BrightBytes’ Clarity platform has a variety of solutions intended to help educational leaders make better, data-driven decisions for student learning. Each module on the platform gives schools, districts, and states very specific next steps on how to use their strengths to address gaps, enabling them to prioritize learning initiatives and allocate investments for maximum impact.

Material from a press release was used in this report.

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7 of Leslie Fisher’s favorite gadgets for 2015 and beyond

Futuristic drones, wearables, and augmented reality are cool tools to watch

Speaker and self-professed gadget geek Leslie Fisher took to ISTE 2015 to share her favorite futuristic tech tools at her session “Attack of the Gadgets,” where she previewed everything from drones that follow you to next-gen augmented reality tools to a gadget that really does attack you. From the just-released to the possible pipe dream, here’s a sampling of the future of tech.

Lily. Your own personal paparazzi drone flies and follows you (or, rather, the tracking device you wear like a watch) for up to 20 minutes as it snaps photos and records video from way up high. It’s also waterproof, captures sound, and shoots in HD.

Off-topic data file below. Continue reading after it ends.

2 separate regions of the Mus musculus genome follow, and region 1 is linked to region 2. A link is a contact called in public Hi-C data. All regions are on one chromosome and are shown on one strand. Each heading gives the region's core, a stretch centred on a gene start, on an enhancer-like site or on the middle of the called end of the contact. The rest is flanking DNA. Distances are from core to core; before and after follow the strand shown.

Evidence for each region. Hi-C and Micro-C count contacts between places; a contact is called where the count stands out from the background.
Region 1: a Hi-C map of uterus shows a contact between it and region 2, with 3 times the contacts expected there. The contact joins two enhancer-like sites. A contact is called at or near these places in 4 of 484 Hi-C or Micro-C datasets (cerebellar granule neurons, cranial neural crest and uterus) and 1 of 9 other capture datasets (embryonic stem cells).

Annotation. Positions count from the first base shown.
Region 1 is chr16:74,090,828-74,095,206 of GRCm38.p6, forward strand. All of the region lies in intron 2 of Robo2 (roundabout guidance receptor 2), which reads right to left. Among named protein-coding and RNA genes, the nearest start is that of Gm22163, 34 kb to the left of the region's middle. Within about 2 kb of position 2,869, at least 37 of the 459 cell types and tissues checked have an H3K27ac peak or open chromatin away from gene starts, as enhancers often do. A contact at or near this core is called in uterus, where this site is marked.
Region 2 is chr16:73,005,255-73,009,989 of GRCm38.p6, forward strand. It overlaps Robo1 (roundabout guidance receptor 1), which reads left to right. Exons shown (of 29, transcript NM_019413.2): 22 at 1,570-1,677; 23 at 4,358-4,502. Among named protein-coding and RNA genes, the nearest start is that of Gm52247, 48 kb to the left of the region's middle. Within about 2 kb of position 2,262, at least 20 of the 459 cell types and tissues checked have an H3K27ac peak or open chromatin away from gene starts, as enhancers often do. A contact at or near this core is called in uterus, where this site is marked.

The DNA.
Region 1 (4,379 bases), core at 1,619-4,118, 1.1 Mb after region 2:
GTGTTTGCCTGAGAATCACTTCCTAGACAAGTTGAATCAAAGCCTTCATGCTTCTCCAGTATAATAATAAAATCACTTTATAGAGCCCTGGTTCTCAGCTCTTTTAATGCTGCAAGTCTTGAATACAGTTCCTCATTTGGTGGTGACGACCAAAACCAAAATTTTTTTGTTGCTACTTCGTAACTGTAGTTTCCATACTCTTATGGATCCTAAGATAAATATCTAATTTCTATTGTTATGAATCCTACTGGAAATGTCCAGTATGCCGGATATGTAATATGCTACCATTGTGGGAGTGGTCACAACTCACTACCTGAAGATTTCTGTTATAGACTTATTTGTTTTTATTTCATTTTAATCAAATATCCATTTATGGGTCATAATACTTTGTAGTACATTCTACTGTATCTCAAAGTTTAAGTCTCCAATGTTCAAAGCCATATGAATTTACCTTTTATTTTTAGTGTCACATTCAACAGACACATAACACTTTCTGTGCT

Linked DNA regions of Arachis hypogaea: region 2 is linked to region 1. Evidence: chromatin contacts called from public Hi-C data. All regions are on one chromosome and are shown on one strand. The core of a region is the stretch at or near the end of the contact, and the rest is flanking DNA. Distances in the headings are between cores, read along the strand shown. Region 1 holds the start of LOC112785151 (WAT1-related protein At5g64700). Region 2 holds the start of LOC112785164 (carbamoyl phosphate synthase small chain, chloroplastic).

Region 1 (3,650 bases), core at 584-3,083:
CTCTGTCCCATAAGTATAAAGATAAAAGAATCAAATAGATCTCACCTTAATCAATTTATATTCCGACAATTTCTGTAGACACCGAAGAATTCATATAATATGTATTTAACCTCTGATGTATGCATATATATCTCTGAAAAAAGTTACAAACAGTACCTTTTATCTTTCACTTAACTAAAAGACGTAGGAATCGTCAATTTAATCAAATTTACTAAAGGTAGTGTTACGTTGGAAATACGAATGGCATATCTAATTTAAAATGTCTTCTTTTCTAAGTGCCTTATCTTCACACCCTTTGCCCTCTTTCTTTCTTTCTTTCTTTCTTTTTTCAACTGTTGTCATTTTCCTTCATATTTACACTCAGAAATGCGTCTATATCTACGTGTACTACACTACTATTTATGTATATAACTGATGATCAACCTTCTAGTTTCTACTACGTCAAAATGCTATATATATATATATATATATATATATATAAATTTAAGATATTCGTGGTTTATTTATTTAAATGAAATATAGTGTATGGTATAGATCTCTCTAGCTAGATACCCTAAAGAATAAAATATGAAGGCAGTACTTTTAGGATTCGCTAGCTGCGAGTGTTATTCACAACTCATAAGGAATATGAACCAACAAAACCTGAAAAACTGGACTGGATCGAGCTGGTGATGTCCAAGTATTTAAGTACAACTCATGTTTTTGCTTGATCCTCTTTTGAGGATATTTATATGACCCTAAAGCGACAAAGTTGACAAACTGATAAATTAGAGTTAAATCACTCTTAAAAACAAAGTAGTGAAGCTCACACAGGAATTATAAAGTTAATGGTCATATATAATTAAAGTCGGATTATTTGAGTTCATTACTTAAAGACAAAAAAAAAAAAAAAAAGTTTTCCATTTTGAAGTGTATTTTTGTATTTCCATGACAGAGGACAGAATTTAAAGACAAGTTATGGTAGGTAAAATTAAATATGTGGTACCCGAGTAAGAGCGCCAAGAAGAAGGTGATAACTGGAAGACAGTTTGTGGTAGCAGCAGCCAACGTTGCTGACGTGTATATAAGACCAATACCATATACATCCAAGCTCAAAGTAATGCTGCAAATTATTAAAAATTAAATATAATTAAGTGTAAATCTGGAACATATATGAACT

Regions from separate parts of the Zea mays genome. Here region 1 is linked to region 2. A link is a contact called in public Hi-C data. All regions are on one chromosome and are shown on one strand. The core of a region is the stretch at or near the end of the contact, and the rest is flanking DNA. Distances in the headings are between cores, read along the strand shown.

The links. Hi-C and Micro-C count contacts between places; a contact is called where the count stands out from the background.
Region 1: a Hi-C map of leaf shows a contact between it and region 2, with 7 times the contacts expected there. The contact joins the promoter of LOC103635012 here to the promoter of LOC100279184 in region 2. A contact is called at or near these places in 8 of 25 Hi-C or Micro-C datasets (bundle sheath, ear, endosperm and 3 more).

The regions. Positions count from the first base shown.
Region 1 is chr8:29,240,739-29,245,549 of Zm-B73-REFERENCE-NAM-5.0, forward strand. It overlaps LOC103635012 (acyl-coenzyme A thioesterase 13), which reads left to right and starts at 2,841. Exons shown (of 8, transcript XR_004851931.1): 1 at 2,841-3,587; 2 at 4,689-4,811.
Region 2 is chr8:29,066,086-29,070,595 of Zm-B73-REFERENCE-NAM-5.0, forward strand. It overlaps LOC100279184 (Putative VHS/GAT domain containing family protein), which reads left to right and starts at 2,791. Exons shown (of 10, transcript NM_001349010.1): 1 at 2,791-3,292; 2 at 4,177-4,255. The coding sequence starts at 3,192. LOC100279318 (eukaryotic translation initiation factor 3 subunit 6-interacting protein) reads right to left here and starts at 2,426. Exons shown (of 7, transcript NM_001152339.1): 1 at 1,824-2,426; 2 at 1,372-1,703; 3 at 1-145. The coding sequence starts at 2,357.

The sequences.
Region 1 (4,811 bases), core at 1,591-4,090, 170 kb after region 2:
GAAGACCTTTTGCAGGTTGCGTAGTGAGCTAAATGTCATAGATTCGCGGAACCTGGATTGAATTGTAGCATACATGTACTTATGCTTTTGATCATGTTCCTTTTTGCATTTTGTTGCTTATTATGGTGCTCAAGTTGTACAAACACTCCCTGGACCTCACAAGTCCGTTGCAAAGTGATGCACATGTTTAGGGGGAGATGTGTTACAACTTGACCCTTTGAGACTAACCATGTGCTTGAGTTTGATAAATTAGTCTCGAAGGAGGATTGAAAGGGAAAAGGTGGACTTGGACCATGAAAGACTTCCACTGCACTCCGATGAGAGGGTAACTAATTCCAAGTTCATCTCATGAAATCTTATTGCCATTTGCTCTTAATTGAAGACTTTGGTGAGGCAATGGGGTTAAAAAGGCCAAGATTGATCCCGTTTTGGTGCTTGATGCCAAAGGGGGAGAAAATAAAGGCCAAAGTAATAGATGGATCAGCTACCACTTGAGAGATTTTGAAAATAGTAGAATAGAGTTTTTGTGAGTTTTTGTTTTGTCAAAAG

Release: February 2016; $500

Pavlok. Fisher describes this bracelet that uses light electric shocks to help wearers reach goals and break bad habits as “a personal coach for your wrist — a personal coach who is basically a low-grade masochist.” Users who don’t meet their goals risk getting zapped, having shaming Facebook posts pushed to their feed, and even losing money (to other users who are meeting their goals, naturally). According to a video on its website, the bracelet bullied one user into abstaining from all refined sugar (which admittedly was her goal) in a single day. Did somebody say stocking stuffer?
Release: Pre-order; $200

QBall. Basically a dodgeball with a built-in microphone, this soft, bouceable sphere can be linked into any sound system and tossed around a classroom or gym for audience participation. Certainly gives new meaning to a mic drop.
Release: Pre-order

Next page: Augmented reality, iPad tools, & more

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A leader’s guide to technology implementations

ISTE 2015 session examines how school and district leaders can best plan for a technology initiative’s success

technology-leadershipEstablishing a shared vision around a technology initiative is one of the most important success factors for that initiative, according to a panel of administrators from around the country who gathered at ISTE 2015 in Philadelphia to discuss a leadership roadmap to successful technology integration.

The panel was based around ISTE’s Essential Conditions, which are 14 necessary conditions for effectively leveraging technology. The conditions fall under the categories of people, policy, and resources.

Some of the conditions–such as consistent and adequate funding–are largely aspirational and may not be fulfilled.

Next page: What various school leaders did to ensure their technology initiatives’ success